Many of Goya’s paintings and prints deal explicitly with madness and insanity, including etchings and drawings from: Album G (1824-28), Asylum (1794), Interior of a Prison (1793-94), A Man Mocked (Disparates) (Figure 8), and Plague Hospital (Figure 6). Goya’s French contemporary, Théodore Géricault, also attempted to express ideas about insanity. His portrait of an insane woman (Figure 5) bears testimony to the Romantic fascination with madness and emotion (“Romanticism…” 19). The art of Henry Fuseli is an English counterpart to Goya, also highlights the influence of the Romantic era (Myrone 289). Fuseli’s painting of Odysseus Between Scylla and Charybdis (1794-96) (Figure 9), demonstrates a break with Classical artistic techniques and themes as he delves into the grotesque, shown in the depiction of the strange monsters assailing Odysseus.
Goya masters the depiction of the crossover between grotesque and fantastic, a further division within the Romantic period’s dueling themes of reason and insanity. The grotesque is a shocking or bizarre combination of subject matter and a congruent medium. An ideal example is Goya’s Saturn Devouring One of His Children (Figure 13), from the Quinto del Sordo (Fingesten 419-426). The realm of the fantastic contains more palatable versions of the grotesque. The vacillation between grotesque and fantastic is akin to the quandary between reason and madness. Foucault asserts that a “quasi-resemblance” exists between reason and unreason (Foucault 201). Likewise, the scholar Fingesten calls the “quasi-grotesque” a blend of grotesque and fantastic (Fingesten 420).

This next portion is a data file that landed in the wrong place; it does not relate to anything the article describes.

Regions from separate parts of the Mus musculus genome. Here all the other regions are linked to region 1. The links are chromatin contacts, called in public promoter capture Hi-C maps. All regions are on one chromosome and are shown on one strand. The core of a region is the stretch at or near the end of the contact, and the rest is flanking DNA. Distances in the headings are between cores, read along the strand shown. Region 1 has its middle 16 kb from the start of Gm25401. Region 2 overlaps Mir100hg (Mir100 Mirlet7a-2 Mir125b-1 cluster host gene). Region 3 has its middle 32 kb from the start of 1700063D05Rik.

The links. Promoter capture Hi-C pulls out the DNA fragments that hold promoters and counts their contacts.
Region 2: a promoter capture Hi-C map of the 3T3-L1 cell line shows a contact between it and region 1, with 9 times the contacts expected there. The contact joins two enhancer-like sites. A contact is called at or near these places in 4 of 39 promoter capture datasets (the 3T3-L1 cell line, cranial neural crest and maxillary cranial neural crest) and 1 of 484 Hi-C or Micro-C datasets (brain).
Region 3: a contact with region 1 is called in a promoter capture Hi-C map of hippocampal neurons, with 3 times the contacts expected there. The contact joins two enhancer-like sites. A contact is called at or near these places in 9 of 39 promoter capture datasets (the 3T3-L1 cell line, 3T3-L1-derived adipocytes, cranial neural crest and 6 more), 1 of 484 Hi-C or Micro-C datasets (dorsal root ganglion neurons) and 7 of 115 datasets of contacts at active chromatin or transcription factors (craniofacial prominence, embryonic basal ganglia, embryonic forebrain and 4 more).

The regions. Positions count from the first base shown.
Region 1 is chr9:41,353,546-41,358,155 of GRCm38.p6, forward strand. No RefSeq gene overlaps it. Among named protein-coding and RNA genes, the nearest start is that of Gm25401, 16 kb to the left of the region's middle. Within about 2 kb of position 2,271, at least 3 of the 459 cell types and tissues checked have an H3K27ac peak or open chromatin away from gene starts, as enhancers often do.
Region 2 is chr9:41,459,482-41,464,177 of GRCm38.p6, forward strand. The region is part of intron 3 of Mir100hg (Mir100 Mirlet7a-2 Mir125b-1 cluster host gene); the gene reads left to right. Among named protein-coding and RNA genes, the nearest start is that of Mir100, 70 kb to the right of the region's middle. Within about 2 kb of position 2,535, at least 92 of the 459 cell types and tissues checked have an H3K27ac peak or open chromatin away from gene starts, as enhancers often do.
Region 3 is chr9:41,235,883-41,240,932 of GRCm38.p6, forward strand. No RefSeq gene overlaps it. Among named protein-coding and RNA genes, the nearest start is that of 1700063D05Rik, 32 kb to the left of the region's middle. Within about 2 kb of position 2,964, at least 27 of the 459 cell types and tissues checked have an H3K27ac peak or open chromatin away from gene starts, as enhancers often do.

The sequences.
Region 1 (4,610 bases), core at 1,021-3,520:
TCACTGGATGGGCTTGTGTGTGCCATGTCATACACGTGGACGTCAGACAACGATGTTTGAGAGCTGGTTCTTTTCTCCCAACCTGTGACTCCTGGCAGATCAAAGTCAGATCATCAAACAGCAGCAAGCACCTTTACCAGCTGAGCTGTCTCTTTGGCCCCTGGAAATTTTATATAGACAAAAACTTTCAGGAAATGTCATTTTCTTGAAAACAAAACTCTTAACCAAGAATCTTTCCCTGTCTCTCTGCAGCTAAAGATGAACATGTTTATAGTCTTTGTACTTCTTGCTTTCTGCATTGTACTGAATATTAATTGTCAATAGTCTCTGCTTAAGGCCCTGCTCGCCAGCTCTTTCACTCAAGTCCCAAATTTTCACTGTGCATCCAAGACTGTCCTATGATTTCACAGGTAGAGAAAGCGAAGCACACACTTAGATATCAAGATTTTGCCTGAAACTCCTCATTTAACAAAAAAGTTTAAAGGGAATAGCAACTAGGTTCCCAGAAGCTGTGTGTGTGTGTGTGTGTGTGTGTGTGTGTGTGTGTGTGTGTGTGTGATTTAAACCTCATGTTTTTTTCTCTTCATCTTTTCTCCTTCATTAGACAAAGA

Goya absorbed Romanticism and sought to apply imagination and reason in producing art as a way of transcending the ordinary and entering the realm of the fantastic. In this respect, he was a visionary. Goya’s artistic clairvoyance is not something novel to Spanish history. A Spanish literary example is Miguel Cervantes’ half-crazed character, Don Quixote (Ciofalo 421-436). In the 1830s, Bartolomé José Gallardo reported for the periodical, El Criticón, that Goya’s intention had been to make a set of Caprichos, or whimsical drawings, entitled “Don Quixote’s Visions,” since he wanted to reinterpret artistically the mad knight’s fantasies (Glendinning 67). Because images impact more viscerally and immediately than words, art is a more expressive medium than literature (Sandblom 17). Through his prints and paintings, Goya conveyed ideas of reason and madness in a similar way to Cervantes, but perhaps more effectively.